Filing a Tax Return to Claim a Refundable Tax Credit

Even if you don't owe any taxes, you may want to file a tax return to get a tax credit refund from the IRS.

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If you received no income for the tax year, you don't have to file a tax return. Even if you did receive income, you may still not have to file for that year. It all depends on the amount of your income, your filing status (to determine your filing status, see Nolo's article, What's Your Tax Filing Status?), your age, and the type of income you received. The IRS has an Interactive Tax Assistant on its website you can use to determine if you need to file a return. The instructions for Forms 1040, 1040A, and 1040-EZ also list filing requirements.

However, you may want to file a return, even though it's not required. Here are two reasons why.

You Are Owed a Tax Refund

You may be owed a refund by the IRS if:

  • you worked last year and your employer withheld federal income tax from your pay
  • you made estimated tax payments to the IRS, or
  • you had a prior year overpayment applied to this year’s tax.

You must file a return to claim any excess tax you paid during the year.

You Qualify for a Refundable Tax Credit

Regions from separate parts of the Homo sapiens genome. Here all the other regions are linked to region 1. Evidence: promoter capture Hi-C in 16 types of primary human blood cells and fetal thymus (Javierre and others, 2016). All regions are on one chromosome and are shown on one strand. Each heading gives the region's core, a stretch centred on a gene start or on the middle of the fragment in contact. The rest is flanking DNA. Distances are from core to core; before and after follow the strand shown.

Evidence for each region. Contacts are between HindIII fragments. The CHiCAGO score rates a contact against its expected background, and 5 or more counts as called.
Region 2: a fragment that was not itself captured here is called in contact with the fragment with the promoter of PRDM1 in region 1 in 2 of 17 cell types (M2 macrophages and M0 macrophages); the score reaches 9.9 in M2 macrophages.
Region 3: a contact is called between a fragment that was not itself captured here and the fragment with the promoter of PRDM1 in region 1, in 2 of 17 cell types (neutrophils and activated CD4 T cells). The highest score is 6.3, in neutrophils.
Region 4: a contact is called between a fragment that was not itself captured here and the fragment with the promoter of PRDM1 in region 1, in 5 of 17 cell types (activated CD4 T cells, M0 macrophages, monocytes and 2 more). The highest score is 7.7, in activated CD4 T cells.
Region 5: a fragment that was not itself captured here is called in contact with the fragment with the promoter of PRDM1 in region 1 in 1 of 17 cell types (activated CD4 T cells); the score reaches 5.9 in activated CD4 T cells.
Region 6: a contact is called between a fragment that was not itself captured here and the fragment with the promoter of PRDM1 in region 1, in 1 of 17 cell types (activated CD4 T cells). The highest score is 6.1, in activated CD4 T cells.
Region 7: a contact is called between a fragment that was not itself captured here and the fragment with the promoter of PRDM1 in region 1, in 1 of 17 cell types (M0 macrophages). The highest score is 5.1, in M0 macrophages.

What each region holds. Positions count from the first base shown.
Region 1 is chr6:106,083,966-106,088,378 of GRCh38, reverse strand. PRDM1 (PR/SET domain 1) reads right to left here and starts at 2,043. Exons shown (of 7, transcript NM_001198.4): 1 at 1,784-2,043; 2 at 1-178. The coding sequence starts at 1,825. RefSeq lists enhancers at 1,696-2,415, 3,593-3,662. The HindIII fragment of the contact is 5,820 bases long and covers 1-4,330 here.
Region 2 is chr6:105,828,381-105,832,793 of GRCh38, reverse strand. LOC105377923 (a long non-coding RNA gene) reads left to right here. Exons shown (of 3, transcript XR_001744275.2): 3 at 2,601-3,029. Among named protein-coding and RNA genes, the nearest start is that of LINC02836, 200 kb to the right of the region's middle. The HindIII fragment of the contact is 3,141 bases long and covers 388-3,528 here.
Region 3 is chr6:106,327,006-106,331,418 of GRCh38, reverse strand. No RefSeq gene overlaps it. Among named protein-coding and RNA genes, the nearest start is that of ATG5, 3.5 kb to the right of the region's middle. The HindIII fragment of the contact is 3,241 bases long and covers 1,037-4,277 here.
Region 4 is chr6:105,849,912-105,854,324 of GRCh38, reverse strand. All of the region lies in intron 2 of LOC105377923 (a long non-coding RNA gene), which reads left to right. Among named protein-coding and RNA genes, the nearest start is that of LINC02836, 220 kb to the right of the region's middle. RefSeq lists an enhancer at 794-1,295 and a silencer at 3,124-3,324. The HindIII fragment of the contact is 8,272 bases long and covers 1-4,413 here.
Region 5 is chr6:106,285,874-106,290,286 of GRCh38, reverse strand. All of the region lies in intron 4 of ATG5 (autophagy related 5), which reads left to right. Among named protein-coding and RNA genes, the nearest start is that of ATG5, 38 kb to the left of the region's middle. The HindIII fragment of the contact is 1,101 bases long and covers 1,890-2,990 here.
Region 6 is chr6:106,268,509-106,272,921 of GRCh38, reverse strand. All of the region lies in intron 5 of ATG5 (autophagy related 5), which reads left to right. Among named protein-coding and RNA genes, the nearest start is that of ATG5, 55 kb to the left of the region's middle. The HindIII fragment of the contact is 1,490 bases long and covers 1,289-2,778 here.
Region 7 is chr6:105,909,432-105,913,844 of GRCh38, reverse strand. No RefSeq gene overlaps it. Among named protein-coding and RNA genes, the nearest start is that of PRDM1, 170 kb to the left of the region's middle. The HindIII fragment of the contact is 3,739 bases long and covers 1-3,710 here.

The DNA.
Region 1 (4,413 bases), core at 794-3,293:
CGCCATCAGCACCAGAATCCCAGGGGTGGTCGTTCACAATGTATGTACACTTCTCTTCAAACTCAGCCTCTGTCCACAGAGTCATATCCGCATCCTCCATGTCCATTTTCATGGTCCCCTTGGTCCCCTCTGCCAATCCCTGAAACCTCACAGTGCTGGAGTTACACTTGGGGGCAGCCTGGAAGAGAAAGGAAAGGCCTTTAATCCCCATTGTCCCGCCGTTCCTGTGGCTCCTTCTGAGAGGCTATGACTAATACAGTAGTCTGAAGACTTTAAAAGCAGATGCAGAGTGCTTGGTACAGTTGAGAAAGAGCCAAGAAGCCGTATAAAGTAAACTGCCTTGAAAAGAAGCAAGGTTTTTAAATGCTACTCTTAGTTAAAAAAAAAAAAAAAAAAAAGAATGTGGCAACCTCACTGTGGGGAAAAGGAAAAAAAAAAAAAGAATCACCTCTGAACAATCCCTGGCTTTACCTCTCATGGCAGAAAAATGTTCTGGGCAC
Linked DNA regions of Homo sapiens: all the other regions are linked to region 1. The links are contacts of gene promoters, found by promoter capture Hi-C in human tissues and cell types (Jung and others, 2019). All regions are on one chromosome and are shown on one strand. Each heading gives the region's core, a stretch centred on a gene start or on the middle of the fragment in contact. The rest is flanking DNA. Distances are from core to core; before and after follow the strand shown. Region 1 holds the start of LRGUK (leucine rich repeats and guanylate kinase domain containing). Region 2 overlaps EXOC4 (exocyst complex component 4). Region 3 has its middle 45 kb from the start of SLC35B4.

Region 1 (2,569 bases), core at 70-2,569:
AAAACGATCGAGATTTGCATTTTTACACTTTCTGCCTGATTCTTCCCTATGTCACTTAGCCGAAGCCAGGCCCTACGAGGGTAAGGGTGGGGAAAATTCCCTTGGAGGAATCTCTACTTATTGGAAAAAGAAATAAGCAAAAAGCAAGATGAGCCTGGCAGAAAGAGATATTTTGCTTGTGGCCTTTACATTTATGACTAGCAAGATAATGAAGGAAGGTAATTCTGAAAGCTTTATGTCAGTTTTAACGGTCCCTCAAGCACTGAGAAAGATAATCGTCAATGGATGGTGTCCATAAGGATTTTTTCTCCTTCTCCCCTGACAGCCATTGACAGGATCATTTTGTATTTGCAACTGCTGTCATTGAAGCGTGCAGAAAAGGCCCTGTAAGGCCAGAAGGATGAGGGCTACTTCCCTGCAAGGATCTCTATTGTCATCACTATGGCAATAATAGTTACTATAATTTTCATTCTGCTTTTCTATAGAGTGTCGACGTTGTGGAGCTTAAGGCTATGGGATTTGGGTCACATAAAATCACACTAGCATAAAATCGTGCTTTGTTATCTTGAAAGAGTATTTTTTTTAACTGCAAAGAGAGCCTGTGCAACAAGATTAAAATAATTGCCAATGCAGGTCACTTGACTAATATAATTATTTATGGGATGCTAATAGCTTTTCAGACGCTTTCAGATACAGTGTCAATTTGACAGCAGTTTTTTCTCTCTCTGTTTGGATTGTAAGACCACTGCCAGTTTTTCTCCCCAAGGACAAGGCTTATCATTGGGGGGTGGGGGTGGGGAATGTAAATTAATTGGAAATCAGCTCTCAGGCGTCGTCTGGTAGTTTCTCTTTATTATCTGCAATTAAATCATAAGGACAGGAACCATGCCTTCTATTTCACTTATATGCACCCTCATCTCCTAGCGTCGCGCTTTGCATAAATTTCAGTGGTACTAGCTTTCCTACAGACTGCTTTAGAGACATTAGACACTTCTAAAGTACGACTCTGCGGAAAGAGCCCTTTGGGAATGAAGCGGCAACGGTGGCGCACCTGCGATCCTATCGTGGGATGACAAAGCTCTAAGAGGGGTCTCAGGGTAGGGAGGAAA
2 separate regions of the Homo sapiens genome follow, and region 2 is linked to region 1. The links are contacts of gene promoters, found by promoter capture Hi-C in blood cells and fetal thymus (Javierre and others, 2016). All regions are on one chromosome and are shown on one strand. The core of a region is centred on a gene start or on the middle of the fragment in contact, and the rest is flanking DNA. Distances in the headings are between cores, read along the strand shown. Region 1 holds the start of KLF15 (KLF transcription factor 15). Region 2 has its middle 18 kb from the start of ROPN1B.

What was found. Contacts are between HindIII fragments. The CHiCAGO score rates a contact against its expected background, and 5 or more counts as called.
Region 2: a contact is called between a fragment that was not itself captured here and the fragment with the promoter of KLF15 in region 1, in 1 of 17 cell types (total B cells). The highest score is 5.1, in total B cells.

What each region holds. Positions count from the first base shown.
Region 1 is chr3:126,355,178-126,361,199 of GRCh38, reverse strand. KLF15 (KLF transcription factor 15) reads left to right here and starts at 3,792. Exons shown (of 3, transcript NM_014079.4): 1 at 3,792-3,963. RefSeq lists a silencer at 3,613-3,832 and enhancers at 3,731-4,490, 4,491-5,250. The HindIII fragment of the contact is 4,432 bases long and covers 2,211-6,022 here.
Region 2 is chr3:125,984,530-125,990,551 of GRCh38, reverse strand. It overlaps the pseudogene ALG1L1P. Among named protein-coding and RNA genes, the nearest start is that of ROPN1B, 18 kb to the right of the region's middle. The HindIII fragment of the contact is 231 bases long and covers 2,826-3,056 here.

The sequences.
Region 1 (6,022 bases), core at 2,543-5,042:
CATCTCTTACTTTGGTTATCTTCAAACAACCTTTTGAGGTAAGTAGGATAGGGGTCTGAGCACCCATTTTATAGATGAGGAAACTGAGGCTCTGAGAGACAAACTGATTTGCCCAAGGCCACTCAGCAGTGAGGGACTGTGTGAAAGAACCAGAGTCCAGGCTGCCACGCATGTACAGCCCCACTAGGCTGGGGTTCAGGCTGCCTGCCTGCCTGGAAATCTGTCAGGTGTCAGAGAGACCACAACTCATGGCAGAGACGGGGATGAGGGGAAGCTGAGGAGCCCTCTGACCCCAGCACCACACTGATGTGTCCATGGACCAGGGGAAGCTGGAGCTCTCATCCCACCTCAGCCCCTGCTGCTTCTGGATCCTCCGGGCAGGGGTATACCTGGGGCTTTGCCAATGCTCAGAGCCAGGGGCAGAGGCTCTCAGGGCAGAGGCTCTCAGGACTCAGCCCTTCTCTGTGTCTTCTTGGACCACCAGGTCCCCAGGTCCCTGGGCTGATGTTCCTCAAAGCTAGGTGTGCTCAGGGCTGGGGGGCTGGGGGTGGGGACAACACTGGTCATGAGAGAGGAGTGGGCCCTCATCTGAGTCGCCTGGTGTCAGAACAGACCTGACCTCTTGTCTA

There are several types of tax credits designed to help low-income people that are refundable--that is, you are entitled to be paid the amount of the credit even though you don't owe any income tax to the IRS. In effect, the IRS is giving you money for being you. You must file a tax return to claim any of these tax credits. Millions of low-income people who qualify for refundable credits don't get them because they don't file a return. These refundable credits include:

Earned Income Tax Credit. If you worked but earned less than $51,567 (2014), you may qualify for Earned Income Tax Credit ("EITC"). Families with children may qualify to get up to $6,044. Low-income childless adults can also qualify. Use the IRS's EITC Assistant to find out if you qualify.

Additional Child Tax Credit. If you have at least one qualifying child and you don’t get the full amount of the Child Tax Credit, you may qualify for the additional child tax credit. For example, a family of four (husband, wife, and two children) with an income of $45,000 would receive $1,000 tax credits for each child. You must file and use new Schedule 8812, Child Tax Credit, to claim the credit. To learn more about this and other credits for parents, see Nolo's article on Child Tax Credits.

American Opportunity Credit. If you or someone you support is a student, you might be eligible for the American Opportunity Credit. You can get up to $1,000 for each student. You must file Form 8863, Education Credits, and submit it with your tax return to claim the credit.

Health Coverage Tax Credit. This tax credit expired at the end of the 2013 tax year. If you received Trade Adjustment Assistance, Reemployment Trade Adjustment Assistance, Alternative Trade Adjustment Assistance, or pension benefit payments from the Pension Benefit Guaranty Corporation, you may have been eligible for a Health Coverage Tax Credit. Spouses and dependents were also eligible. If you were eligible, you could receive a 72.5% tax credit on payments you made for qualified health insurance premiums.


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